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Court Dismisses Public Pension Fund's Bankruptcy Case

In our May 24 entry on this topic, the Northern Mariana Islands Retirement Fund (the “Fund”) was battling numerous challenges to its Chapter 11 eligibility. The dispute revolved around whether the Fund, which provides benefits to government workers and retirees, was a “governmental unit” as defined by the Bankruptcy Code. In a decision from the bench on June 1st, U.S. Bankruptcy Court Judge Robert Faris affirmed his May 29th tentative ruling that the Fund is a “governmental unit” and, as such, is ineligible for Chapter 11.

While a full memorandum opinion granting the motion to dismiss is forthcoming, Judge Faris’s tentative ruling provides useful insight. In the tentative ruling, the Judge explained that “Congress did not intend that the Bankruptcy Code could solve all problems, least of all the financial problems of governmental units[,]” as the Bankruptcy Code explicitly prohibits a “governmental unit” from filing Chapter 11. The issue turned on the factors highlighted in our previous entry, those which focused on the formation and function of the Fund. Ultimately, the Court found three factors persuasive: (i) the Commonwealth of the Northern Mariana Islands (the “Commonwealth”) formed the Fund as a means of carrying out the government’s obligations to its current and retired employees; (ii) the Commonwealth retains significant influence over the Fund; and (iii) providing compensation and benefits to government employees (andonly government employees) is a quintessential governmental function. The Judge concluded that because the Fund acts solely as an intermediary between the government and its employees and retirees, with no private employer or nongovernmental employees involved, the Fund is a “governmental unit.”

Tentative Ruling on Motion to Dismiss.pdf

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About this Author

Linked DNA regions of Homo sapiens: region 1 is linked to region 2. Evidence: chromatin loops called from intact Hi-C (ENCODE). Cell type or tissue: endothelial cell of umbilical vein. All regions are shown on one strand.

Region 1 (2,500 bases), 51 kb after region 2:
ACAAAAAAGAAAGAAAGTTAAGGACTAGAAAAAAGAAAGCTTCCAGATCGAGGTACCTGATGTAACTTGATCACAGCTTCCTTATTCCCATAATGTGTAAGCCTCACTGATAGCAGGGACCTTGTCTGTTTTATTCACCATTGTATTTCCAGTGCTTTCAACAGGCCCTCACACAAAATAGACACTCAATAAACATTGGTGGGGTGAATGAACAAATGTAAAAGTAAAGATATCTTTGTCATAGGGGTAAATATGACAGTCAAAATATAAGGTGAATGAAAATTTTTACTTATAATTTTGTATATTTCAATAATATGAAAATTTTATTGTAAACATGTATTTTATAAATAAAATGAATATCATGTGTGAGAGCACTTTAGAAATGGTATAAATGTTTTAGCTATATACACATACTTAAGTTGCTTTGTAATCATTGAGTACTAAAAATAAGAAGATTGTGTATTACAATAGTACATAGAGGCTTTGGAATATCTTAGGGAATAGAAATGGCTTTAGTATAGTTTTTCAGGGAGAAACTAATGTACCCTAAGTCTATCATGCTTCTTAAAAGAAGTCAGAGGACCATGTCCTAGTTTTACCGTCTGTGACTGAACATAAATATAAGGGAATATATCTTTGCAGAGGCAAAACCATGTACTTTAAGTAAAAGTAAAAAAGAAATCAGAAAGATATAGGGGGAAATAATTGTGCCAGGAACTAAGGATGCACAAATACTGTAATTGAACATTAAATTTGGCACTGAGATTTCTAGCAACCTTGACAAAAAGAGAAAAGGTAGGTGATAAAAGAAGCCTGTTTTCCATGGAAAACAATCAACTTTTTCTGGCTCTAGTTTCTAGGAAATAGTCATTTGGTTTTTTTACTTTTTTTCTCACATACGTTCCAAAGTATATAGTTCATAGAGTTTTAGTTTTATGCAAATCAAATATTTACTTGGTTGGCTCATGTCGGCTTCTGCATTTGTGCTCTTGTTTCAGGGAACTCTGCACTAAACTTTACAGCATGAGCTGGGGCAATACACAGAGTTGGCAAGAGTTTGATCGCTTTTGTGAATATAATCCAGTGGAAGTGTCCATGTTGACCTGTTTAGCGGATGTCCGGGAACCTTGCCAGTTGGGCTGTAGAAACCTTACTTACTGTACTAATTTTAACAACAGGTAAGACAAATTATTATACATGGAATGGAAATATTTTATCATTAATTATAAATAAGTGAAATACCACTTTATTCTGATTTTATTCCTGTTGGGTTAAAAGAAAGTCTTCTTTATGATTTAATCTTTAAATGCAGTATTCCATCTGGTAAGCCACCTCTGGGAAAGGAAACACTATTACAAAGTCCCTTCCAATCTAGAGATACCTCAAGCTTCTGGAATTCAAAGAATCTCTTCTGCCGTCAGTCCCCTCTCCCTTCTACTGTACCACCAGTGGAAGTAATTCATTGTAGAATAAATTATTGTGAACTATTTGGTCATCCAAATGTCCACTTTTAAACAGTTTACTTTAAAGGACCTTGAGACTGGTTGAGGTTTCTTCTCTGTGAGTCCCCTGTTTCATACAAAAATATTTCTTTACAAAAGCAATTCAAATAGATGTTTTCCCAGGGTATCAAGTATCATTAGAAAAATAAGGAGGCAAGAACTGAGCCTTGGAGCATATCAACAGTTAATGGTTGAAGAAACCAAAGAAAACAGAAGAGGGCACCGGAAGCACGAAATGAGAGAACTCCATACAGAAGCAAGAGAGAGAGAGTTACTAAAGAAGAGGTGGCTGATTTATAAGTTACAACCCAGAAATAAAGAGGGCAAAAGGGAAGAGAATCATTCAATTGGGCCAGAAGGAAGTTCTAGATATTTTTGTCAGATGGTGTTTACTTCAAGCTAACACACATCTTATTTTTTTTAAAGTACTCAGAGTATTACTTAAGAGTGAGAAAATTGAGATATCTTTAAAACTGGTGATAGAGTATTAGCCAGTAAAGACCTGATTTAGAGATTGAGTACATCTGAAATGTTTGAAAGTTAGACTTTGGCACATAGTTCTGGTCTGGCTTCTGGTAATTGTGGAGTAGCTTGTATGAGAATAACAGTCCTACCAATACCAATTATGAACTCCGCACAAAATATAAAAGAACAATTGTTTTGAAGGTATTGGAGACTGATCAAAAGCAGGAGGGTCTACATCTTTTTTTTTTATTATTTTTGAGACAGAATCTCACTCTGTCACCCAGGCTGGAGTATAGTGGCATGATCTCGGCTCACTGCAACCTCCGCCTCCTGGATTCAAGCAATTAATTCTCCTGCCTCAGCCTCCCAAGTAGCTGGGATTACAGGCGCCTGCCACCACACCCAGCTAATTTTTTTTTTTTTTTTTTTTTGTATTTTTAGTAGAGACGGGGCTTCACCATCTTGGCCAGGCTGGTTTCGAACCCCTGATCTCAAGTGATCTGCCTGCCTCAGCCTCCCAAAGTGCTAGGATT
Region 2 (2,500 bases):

William W. Kannel, Bankruptcy Attorney, Mintz Levin Law Firm
Member

Bill’s practice focuses primarily on commercial law, workouts, and corporate reorganization. He has represented various institutional lenders, indenture trustees, bondholders, and other creditors, debtors, and trustees in all manner of insolvency proceedings in courts throughout the United States.

His industry experience encompasses municipalities, airlines, hospitals and other health care facilities, retail, telecom, energy and clean tech, waste disposal, military housing, hotels, and educational institutions.

He has substantial experience in all phases of bankruptcy...

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Eric Blythe, Bankruptcy, Restructuring, Commercial Law Group, Mintz Levin
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Prior to joining the firm, Eric served as legal counsel at the Massachusetts State House. While there, he worked for the state representative for Marshfield and Scituate, and he researched and reported on issues such as affordable housing, end-of-life health care, court-appointed attorney regulations, the tax-expenditure budget and pension reform. He also drafted legislation regarding issues ranging from freedom of speech rights to nuclear power plant regulation. He was a Summer Associate at Mintz Levin in 2009.

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